A Cultural Military-Industrial Complex?

The 7/23/2008 edition of the Philadelphia Inquirer published an article by the ever sharp Peter Dobrin which revealed that former Philadelphia Orchestra President, Joe Kluger, continued to receive compensation from the organization after his departure. Although deferred compensation and severance pay are nothing new, Dobin noted that Kluger’s compensation focused more on consulting fees…

“After stepping down as president on Aug. 31, 2005, Kluger continued to draw a salary from the Philadelphia Orchestra Association, receiving $313,000 in compensation – $169,000 in the year immediately after his departure, and $144,000 the next year…even when first a temporary and then a permanent successor were in place and being paid.”

It is always heartening to see a major newspaper focus on issues of nonprofit executive compensation and Dobin’s article does exactly what good piece of unbiased reporting should do: present the known facts as best as possible and let readers formulate their own opinions. According to the article, Kluger provided some explanation behind the consulting connection to his compensation:

“My agreement with the orchestra provided that if I decided to leave, I would be available to them as a consultant for two years,” he said in an e-mail. “The reasoning behind this was that, given my central role there for 20 years, they would benefit during the transition period from my extensive knowledge and institutional memory.”

Kluger said he “provided advice on a variety of matters to musicians, board and staff. Although the amount of contact was obviously greater at the beginning, I have continued to receive requests since I left the orchestra three years ago.”

Granted, institutional knowledge certainly has a degree of value but by Kluger’s reasoning, the orchestra should be paying retired musicians at rates comparable to his recent compensation. This means former Philadelphia Orchestra principal tuba, Paul Kryzwicki, should be receiving a consulting contract in the mail anytime now requesting him to impart his 30+ years of institutional knowledge to his replacement, uber-tubist Carol Jantsch (don’t hold your breath Paul).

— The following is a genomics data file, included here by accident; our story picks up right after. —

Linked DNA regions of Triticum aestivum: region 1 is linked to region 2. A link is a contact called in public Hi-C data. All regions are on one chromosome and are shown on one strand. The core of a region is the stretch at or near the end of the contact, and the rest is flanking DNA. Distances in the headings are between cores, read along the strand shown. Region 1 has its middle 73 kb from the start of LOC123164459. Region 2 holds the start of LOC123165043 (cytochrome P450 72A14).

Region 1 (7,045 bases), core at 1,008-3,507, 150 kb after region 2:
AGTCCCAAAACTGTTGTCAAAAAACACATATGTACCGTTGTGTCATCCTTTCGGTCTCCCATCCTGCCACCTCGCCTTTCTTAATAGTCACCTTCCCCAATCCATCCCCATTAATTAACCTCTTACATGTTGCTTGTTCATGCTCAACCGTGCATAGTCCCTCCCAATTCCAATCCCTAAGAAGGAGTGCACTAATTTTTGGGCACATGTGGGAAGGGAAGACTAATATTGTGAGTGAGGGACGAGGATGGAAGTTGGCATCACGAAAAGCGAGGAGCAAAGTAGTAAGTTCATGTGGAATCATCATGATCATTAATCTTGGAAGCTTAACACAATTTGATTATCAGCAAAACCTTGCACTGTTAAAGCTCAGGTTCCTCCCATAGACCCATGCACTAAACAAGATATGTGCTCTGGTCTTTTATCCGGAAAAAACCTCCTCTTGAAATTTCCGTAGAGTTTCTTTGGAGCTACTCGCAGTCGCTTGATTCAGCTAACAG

Certainly, it would be interesting to have some examples of the sort of institutional knowledge Kluger is referring and one would hope it is something profound as his replacement, Jim Undercofler, is a highly accomplished and connected arts executive who is credited for much of the success in bringing the Eastman School of Music back to the status of first tier music conservatories. Indeed, Undercofler has arguably more arts management experience than Kluger and one might find it difficult to imagine conditions where Undercofler would require
$313,000 worth of consulting services from the executive he replaced.

Ultimately, this issue is perhaps a representative example of a growing trend among orchestra executives who focus more on crafting post-employment compensation packages more toward validating consulting credentials and away from traditional severance payments (disclaimer: take that with a grain of salt as it is coming from an orchestra consultant).

When talking about this issue with some of the managers here at Area-51* one of the interns chirped up to say that the US orchestra business resembles the American Military-Industrial complex he learned about in college.

You have to appreciate the clarity of youth…

*the name I use for the location of my overseas work project.

About Drew McManus

"I hear that every time you show up to work with an orchestra, people get fired." Those were the first words out of an executive's mouth after her board chair introduced us. That executive is now a dear colleague and friend but the day that consulting contract began with her orchestra, she was convinced I was a hatchet-man brought in by the board to clean house.

I understand where the trepidation comes from as a great deal of my consulting and technology provider work for arts organizations involves due diligence, separating fact from fiction, interpreting spin, as well as performance review and oversight. So yes, sometimes that work results in one or two individuals "aggressively embracing career change" but far more often than not, it reinforces and clarifies exactly what works and why.

In short, it doesn't matter if you know where all the bodies are buried if you can't keep your own clients out of the ground, and I'm fortunate enough to say that for more than 15 years, I've done exactly that for groups of all budget size from Qatar to Kathmandu.

For fun, I write a daily blog about the orchestra business, provide a platform for arts insiders to speak their mind, keep track of what people in this business get paid, help write a satirical cartoon about orchestra life, hack the arts, and love a good coffee drink.

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1 thought on “A Cultural Military-Industrial Complex?”

  1. Great article, Drew.

    What you didn’t mention is that the costs of these new business models are borne by both ticket-holders and donors. The risks, of course, are shouldered by the orchestral musicians themselves, who are the ones who will suffer the most if these new executive compensation models result in shortfalls elsewhere on the balance sheet.

    Indeed, I’m an advocate of paying an executive what they worth based on results and not simply effort but the new trends in high expenditures directed toward former executives while a replacement is in place is something worth watching. ~ Drew McManus

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